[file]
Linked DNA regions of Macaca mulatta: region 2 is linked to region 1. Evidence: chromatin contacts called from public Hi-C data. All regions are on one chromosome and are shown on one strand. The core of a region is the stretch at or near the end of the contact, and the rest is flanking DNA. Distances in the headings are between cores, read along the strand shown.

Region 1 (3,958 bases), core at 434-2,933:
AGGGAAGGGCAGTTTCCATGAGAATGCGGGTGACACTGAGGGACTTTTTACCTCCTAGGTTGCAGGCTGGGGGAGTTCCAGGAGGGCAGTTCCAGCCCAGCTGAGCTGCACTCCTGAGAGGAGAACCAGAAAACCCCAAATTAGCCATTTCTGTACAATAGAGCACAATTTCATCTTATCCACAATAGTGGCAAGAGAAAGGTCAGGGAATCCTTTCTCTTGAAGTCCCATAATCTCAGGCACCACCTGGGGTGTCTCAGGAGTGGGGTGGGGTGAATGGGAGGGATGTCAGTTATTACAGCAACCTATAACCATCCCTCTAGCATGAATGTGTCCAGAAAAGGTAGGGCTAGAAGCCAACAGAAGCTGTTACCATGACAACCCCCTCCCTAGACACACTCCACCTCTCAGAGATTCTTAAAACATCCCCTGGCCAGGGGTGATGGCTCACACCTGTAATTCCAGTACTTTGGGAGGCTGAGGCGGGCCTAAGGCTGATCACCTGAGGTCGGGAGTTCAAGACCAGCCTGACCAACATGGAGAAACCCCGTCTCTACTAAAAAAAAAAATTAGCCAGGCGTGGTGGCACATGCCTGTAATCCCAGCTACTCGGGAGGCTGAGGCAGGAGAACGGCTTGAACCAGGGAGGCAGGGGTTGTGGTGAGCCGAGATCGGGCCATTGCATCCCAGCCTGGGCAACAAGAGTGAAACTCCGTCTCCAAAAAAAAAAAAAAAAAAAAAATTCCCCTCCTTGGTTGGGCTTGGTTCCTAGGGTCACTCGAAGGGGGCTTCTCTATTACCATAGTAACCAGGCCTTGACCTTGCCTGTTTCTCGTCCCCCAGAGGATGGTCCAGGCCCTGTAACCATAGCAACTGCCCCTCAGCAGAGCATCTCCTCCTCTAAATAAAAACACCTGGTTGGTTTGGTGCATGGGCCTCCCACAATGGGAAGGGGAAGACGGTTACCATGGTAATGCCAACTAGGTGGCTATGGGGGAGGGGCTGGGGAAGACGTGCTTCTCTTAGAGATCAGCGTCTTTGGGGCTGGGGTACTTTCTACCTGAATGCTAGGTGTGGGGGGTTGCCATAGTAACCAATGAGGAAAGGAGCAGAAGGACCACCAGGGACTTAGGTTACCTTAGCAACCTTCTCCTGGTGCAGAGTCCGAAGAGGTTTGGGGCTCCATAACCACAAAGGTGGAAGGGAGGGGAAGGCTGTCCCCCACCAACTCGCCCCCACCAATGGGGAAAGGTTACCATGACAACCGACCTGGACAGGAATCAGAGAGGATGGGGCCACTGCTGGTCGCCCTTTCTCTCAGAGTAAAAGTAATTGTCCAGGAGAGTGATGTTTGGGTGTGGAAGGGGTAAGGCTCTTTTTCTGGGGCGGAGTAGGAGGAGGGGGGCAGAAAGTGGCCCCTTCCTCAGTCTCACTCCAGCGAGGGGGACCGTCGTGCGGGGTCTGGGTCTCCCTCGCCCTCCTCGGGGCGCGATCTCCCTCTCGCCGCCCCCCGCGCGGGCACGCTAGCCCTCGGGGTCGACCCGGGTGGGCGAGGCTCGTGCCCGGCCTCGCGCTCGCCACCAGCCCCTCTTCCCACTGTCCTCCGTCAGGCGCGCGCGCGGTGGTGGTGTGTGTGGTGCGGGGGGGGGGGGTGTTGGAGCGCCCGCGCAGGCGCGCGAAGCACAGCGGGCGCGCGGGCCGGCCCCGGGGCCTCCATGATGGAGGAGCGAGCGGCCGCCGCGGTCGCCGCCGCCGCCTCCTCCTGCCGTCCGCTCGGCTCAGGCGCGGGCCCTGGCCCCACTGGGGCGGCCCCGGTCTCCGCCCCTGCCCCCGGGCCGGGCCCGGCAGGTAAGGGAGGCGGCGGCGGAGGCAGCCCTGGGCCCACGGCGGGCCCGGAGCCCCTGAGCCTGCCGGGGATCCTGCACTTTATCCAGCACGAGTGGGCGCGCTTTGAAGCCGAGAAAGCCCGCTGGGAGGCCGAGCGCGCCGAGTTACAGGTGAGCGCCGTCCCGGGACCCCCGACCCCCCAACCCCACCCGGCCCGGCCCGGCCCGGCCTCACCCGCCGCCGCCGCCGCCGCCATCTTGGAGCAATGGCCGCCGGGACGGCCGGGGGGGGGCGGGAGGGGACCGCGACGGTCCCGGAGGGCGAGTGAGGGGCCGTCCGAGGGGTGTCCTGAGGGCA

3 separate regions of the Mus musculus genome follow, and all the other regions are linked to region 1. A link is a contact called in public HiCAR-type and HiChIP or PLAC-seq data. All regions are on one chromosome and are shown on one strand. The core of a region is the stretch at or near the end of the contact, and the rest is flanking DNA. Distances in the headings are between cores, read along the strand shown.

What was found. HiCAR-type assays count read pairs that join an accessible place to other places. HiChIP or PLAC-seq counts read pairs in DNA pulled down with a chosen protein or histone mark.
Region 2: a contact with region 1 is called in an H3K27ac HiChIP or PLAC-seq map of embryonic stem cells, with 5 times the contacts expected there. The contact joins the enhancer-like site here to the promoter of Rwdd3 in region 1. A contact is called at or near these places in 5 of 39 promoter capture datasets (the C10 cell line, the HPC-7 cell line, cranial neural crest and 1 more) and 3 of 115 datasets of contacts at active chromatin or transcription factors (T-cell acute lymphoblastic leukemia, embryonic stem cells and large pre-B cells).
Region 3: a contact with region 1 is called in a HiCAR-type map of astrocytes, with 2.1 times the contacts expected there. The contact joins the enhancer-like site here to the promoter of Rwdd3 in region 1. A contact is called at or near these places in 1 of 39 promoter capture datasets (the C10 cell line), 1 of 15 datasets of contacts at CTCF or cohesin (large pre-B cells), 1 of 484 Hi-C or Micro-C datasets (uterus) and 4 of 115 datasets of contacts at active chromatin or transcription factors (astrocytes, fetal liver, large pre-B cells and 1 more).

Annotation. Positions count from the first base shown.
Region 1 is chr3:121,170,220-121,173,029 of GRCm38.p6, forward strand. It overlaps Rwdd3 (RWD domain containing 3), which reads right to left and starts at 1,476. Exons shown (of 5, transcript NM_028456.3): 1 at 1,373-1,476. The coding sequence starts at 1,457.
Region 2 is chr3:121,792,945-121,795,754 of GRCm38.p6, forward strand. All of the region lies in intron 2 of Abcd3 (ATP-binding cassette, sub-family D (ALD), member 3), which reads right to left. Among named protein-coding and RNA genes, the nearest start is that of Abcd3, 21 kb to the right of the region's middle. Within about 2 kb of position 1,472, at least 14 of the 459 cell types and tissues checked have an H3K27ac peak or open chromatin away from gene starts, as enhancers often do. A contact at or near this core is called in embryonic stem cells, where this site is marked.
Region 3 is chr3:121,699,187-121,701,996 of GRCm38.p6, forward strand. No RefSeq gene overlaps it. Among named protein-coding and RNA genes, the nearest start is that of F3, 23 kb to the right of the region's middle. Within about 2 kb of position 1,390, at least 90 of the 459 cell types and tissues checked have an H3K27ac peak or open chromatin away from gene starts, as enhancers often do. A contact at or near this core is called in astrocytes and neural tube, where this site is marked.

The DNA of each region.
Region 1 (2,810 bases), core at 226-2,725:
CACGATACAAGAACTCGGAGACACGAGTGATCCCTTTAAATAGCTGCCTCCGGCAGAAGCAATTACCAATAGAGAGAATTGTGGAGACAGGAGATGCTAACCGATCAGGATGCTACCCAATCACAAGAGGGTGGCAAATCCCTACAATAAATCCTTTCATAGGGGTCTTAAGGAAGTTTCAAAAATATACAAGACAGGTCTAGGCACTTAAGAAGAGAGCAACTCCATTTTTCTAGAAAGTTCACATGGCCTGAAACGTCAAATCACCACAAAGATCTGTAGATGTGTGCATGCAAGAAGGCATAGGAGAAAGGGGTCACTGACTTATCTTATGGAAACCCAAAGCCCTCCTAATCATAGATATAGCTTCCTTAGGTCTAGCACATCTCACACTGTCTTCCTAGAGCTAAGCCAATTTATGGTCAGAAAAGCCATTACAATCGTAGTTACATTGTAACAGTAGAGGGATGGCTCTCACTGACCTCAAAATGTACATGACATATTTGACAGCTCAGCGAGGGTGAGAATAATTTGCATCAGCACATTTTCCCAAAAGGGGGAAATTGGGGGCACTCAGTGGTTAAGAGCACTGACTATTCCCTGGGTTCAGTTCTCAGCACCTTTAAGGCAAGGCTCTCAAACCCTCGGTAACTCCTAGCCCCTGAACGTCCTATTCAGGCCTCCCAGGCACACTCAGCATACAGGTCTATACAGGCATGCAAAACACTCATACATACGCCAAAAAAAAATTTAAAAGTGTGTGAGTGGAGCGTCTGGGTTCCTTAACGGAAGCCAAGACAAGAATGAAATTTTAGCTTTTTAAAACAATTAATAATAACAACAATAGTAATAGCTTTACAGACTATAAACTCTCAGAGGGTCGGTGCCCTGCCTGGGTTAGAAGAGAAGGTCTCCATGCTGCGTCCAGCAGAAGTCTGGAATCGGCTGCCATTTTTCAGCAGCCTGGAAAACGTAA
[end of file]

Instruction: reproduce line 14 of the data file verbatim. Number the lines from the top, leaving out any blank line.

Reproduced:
CACGATACAAGAACTCGGAGACACGAGTGATCCCTTTAAATAGCTGCCTCCGGCAGAAGCAATTACCAATAGAGAGAATTGTGGAGACAGGAGATGCTAACCGATCAGGATGCTACCCAATCACAAGAGGGTGGCAAATCCCTACAATAAATCCTTTCATAGGGGTCTTAAGGAAGTTTCAAAAATATACAAGACAGGTCTAGGCACTTAAGAAGAGAGCAACTCCATTTTTCTAGAAAGTTCACATGGCCTGAAACGTCAAATCACCACAAAGATCTGTAGATGTGTGCATGCAAGAAGGCATAGGAGAAAGGGGTCACTGACTTATCTTATGGAAACCCAAAGCCCTCCTAATCATAGATATAGCTTCCTTAGGTCTAGCACATCTCACACTGTCTTCCTAGAGCTAAGCCAATTTATGGTCAGAAAAGCCATTACAATCGTAGTTACATTGTAACAGTAGAGGGATGGCTCTCACTGACCTCAAAATGTACATGACATATTTGACAGCTCAGCGAGGGTGAGAATAATTTGCATCAGCACATTTTCCCAAAAGGGGGAAATTGGGGGCACTCAGTGGTTAAGAGCACTGACTATTCCCTGGGTTCAGTTCTCAGCACCTTTAAGGCAAGGCTCTCAAACCCTCGGTAACTCCTAGCCCCTGAACGTCCTATTCAGGCCTCCCAGGCACACTCAGCATACAGGTCTATACAGGCATGCAAAACACTCATACATACGCCAAAAAAAAATTTAAAAGTGTGTGAGTGGAGCGTCTGGGTTCCTTAACGGAAGCCAAGACAAGAATGAAATTTTAGCTTTTTAAAACAATTAATAATAACAACAATAGTAATAGCTTTACAGACTATAAACTCTCAGAGGGTCGGTGCCCTGCCTGGGTTAGAAGAGAAGGTCTCCATGCTGCGTCCAGCAGAAGTCTGGAATCGGCTGCCATTTTTCAGCAGCCTGGAAAACGTAA